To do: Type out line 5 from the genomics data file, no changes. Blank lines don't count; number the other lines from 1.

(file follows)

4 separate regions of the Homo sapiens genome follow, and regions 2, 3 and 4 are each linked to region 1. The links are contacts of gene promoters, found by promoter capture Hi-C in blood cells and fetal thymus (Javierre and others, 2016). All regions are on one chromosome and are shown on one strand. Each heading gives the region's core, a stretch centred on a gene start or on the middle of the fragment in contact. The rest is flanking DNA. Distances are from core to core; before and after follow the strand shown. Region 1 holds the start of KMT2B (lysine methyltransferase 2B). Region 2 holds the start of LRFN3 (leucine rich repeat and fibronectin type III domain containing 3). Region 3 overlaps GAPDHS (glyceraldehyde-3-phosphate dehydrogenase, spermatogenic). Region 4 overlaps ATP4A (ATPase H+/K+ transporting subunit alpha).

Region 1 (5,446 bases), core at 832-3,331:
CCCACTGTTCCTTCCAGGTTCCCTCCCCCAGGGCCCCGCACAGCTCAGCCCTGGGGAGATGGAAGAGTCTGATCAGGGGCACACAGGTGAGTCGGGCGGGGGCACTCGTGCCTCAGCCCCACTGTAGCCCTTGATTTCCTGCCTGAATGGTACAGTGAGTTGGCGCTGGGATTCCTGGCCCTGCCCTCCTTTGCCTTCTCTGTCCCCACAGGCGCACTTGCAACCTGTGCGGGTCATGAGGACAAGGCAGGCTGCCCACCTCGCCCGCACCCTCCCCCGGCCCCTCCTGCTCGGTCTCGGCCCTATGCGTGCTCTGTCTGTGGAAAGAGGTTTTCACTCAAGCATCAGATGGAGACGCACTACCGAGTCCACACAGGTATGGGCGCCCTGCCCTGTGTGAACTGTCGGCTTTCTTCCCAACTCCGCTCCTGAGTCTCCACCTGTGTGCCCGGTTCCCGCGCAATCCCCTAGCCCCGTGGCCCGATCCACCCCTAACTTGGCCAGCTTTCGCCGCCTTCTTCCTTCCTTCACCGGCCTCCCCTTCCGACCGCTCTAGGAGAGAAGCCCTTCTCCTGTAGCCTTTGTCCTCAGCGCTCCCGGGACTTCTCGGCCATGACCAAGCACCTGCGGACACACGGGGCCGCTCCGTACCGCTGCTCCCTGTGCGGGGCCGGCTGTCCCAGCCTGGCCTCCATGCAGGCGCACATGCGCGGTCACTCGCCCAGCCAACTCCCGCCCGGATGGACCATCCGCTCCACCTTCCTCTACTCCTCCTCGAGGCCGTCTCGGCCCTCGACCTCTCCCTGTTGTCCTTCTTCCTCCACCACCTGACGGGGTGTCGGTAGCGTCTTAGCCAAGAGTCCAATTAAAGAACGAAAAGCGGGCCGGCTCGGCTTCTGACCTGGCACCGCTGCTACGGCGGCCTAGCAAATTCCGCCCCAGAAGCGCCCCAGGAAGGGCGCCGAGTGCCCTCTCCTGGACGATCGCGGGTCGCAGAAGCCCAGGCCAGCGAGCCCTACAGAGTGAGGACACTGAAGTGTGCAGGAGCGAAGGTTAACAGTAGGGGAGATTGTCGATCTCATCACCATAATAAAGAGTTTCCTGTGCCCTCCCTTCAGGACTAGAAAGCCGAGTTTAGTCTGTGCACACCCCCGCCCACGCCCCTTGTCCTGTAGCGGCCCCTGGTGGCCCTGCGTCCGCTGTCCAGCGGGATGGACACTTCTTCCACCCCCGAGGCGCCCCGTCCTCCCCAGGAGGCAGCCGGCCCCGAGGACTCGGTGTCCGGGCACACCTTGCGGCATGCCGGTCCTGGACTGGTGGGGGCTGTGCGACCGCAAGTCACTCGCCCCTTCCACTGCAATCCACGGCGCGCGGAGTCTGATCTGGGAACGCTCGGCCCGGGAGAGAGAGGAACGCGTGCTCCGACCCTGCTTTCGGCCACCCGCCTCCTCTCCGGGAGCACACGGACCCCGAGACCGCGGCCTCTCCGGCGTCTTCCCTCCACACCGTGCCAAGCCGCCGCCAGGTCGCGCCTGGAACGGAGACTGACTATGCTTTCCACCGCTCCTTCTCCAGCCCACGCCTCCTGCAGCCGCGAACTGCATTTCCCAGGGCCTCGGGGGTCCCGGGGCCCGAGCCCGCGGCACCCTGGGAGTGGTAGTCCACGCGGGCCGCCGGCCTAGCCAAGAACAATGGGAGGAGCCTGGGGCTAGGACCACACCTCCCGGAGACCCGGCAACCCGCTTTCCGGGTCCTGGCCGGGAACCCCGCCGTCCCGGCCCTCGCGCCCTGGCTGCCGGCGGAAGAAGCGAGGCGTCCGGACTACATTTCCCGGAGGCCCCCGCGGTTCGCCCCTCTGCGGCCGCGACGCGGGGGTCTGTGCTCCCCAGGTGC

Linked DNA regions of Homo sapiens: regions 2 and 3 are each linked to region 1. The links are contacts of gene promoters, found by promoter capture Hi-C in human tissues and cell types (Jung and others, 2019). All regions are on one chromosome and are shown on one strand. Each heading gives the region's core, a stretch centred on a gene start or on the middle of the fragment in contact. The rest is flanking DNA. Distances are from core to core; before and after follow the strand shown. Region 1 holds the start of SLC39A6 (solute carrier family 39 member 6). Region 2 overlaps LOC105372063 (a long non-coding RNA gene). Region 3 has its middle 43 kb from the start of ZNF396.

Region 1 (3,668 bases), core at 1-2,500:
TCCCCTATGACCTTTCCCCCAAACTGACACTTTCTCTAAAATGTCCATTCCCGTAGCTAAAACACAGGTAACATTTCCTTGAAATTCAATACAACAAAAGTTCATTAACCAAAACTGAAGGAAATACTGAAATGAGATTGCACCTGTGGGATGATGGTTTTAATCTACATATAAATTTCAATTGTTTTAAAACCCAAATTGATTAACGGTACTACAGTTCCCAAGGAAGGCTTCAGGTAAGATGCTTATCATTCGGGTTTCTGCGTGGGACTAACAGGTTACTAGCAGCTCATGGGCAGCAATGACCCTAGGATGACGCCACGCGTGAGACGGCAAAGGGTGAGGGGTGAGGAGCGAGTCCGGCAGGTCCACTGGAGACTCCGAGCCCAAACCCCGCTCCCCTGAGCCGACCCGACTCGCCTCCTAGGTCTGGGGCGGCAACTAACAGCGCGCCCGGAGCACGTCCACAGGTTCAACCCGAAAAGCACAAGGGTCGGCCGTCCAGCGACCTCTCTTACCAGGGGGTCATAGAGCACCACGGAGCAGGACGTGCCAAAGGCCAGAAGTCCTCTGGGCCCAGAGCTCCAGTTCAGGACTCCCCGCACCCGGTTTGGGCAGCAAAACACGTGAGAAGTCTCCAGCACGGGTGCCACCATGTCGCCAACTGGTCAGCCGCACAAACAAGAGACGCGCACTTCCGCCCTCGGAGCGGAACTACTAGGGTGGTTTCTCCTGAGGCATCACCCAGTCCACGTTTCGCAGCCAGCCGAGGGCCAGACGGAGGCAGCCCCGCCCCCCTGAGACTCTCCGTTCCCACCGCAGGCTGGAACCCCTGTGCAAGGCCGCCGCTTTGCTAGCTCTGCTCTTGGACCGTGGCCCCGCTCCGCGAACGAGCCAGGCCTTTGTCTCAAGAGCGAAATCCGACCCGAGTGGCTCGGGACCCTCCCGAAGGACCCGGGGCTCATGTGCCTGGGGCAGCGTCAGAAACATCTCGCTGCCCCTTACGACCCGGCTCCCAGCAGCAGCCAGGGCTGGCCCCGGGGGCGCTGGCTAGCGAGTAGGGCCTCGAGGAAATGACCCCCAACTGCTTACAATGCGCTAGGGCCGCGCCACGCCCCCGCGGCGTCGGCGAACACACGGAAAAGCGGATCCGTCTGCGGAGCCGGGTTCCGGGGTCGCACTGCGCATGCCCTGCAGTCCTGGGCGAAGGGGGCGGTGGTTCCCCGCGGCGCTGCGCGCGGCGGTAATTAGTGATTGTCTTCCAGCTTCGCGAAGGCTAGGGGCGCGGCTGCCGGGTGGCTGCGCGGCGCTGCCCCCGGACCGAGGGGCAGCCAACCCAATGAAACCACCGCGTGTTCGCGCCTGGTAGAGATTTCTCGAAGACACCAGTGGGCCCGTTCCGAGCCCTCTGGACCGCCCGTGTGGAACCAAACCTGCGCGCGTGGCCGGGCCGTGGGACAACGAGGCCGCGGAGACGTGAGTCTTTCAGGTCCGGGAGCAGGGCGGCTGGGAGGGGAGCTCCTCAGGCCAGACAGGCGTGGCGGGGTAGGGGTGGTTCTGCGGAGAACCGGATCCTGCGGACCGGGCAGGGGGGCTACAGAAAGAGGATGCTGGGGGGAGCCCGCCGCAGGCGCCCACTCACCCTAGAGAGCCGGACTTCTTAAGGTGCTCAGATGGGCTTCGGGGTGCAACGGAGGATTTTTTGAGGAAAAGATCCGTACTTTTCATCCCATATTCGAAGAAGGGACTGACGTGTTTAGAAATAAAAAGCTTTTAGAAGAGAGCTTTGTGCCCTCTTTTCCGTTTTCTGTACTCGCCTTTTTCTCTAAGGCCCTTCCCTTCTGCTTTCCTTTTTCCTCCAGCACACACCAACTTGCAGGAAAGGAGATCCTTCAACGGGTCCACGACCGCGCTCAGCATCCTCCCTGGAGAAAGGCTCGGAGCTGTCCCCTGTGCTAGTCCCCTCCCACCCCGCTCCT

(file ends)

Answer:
Region 1 (3,668 bases), core at 1-2,500: